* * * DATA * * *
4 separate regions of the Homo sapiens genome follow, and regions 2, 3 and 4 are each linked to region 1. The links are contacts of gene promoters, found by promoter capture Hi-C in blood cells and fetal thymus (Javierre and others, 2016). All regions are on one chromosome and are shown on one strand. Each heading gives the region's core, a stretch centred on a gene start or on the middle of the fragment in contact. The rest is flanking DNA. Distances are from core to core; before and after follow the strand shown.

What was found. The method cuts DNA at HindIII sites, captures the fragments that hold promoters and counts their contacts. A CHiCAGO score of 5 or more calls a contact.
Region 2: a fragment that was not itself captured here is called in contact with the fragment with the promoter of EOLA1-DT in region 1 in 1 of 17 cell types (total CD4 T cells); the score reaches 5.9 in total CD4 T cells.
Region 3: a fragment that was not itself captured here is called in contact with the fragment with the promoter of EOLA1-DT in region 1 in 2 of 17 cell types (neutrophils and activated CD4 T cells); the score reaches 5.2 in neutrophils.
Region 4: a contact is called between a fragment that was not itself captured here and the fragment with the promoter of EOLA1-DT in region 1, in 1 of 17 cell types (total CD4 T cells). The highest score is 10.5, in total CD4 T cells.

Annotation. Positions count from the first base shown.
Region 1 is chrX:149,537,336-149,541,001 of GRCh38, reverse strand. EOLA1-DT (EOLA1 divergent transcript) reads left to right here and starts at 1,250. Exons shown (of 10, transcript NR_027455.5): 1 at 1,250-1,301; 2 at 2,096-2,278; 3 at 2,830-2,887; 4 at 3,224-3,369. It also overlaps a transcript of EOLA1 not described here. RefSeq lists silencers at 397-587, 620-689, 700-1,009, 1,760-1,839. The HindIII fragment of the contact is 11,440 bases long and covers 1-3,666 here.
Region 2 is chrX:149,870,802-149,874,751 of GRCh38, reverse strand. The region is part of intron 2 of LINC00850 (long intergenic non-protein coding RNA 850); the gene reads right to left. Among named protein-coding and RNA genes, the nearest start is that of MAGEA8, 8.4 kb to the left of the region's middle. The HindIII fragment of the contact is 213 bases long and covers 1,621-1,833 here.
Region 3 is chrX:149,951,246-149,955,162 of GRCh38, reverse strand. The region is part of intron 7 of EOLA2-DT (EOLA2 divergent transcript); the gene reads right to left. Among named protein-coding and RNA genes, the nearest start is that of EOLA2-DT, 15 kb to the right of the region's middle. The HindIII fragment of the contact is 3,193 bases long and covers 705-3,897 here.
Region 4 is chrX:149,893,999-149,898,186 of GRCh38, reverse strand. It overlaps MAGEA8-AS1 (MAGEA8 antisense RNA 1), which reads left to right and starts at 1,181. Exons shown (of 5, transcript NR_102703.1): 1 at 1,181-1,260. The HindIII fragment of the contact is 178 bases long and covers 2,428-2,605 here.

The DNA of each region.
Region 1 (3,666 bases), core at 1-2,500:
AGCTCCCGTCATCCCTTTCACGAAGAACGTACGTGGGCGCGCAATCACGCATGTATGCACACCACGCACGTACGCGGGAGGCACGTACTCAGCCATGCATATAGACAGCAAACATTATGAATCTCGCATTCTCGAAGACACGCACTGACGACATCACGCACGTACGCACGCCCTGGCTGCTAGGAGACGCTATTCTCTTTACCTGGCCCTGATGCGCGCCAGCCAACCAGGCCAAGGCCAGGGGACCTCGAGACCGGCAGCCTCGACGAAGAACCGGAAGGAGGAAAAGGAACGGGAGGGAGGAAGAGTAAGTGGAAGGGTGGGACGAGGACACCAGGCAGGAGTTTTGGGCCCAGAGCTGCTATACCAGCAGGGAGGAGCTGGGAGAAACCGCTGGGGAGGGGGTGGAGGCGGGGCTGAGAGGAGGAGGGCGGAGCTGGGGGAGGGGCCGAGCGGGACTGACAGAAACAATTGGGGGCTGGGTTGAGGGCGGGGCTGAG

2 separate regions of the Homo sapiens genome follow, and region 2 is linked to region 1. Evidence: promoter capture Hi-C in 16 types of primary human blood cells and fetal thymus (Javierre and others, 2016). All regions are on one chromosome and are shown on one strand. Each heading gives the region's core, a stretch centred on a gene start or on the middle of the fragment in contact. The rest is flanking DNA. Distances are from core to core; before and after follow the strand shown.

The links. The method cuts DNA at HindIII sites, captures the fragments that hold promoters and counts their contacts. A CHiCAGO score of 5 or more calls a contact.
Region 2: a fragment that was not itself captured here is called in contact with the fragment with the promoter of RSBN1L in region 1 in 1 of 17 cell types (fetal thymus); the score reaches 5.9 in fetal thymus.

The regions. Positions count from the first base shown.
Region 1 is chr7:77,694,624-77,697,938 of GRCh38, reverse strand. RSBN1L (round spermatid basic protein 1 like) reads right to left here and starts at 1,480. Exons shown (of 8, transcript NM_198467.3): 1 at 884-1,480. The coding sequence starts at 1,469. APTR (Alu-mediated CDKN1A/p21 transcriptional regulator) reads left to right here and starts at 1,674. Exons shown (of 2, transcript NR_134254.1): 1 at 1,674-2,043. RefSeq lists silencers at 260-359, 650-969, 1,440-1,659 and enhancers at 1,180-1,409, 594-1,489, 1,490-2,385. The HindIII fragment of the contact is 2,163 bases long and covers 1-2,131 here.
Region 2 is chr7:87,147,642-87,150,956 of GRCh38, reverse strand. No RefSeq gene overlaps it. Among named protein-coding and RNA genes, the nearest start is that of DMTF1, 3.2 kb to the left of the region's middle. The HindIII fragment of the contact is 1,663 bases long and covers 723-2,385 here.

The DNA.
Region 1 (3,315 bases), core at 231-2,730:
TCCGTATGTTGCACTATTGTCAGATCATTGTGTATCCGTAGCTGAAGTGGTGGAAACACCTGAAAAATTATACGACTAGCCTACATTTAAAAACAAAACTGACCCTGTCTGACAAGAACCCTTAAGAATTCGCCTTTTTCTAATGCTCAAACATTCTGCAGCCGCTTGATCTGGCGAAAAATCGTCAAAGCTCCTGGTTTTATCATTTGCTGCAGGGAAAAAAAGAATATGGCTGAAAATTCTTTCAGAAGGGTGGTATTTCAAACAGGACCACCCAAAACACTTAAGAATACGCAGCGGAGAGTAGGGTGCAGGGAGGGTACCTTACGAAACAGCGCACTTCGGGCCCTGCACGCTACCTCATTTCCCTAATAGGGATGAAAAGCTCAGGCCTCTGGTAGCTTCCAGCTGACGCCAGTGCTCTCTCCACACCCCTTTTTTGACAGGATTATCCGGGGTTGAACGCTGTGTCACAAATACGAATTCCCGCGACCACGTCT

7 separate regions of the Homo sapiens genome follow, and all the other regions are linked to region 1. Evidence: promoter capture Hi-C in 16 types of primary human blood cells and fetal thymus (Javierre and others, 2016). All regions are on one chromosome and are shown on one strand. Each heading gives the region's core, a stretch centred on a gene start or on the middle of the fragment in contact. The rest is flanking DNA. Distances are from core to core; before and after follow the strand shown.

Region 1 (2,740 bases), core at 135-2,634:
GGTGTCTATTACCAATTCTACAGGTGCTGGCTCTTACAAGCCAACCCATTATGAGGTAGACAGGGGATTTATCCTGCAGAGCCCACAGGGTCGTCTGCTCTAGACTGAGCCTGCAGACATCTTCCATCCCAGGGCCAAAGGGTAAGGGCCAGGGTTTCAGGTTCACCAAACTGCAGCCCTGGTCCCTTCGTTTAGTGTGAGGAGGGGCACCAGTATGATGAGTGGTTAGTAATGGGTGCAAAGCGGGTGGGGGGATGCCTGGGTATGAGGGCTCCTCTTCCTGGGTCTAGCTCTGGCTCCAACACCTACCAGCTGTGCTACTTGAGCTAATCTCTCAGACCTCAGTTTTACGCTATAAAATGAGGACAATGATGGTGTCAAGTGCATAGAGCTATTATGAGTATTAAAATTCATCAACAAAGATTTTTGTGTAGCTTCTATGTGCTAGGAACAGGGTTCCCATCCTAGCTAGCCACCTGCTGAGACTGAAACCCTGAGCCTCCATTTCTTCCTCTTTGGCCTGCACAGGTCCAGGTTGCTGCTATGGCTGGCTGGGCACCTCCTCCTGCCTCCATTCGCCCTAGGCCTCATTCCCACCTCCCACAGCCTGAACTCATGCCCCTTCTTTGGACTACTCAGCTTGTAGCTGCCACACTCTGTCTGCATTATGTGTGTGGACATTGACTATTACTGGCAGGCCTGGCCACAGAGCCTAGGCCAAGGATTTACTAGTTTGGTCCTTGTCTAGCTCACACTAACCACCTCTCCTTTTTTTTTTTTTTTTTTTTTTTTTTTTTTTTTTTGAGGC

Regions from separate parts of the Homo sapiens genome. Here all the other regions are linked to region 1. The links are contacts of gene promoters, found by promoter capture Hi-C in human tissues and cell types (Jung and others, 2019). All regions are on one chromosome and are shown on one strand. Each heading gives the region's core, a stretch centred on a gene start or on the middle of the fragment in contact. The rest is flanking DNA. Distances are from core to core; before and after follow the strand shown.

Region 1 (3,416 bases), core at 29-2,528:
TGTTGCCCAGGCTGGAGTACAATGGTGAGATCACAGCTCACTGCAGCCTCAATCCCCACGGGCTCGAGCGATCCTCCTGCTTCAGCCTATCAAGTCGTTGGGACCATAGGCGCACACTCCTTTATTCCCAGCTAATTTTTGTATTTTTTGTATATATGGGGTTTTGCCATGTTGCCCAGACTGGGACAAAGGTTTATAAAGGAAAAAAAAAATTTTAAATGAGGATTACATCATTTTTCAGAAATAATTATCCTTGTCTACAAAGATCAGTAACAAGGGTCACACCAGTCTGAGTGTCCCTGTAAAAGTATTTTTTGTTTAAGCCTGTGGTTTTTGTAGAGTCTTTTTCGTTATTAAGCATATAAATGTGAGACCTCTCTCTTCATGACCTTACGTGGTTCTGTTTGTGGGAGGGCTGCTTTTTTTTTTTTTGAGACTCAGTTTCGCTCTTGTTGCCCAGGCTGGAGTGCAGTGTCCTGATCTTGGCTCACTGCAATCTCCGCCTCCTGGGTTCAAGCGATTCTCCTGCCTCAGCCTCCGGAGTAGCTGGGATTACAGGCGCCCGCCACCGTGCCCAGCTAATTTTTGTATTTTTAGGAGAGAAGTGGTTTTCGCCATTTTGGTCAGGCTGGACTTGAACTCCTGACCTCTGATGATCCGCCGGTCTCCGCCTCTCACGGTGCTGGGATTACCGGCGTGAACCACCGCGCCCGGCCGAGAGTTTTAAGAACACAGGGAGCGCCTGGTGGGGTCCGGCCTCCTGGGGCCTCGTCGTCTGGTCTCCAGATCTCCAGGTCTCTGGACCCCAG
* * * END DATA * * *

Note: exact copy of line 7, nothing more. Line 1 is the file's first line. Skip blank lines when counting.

Region 1 is chrX:149,537,336-149,541,001 of GRCh38, reverse strand. EOLA1-DT (EOLA1 divergent transcript) reads left to right here and starts at 1,250. Exons shown (of 10, transcript NR_027455.5): 1 at 1,250-1,301; 2 at 2,096-2,278; 3 at 2,830-2,887; 4 at 3,224-3,369. It also overlaps a transcript of EOLA1 not described here. RefSeq lists silencers at 397-587, 620-689, 700-1,009, 1,760-1,839. The HindIII fragment of the contact is 11,440 bases long and covers 1-3,666 here.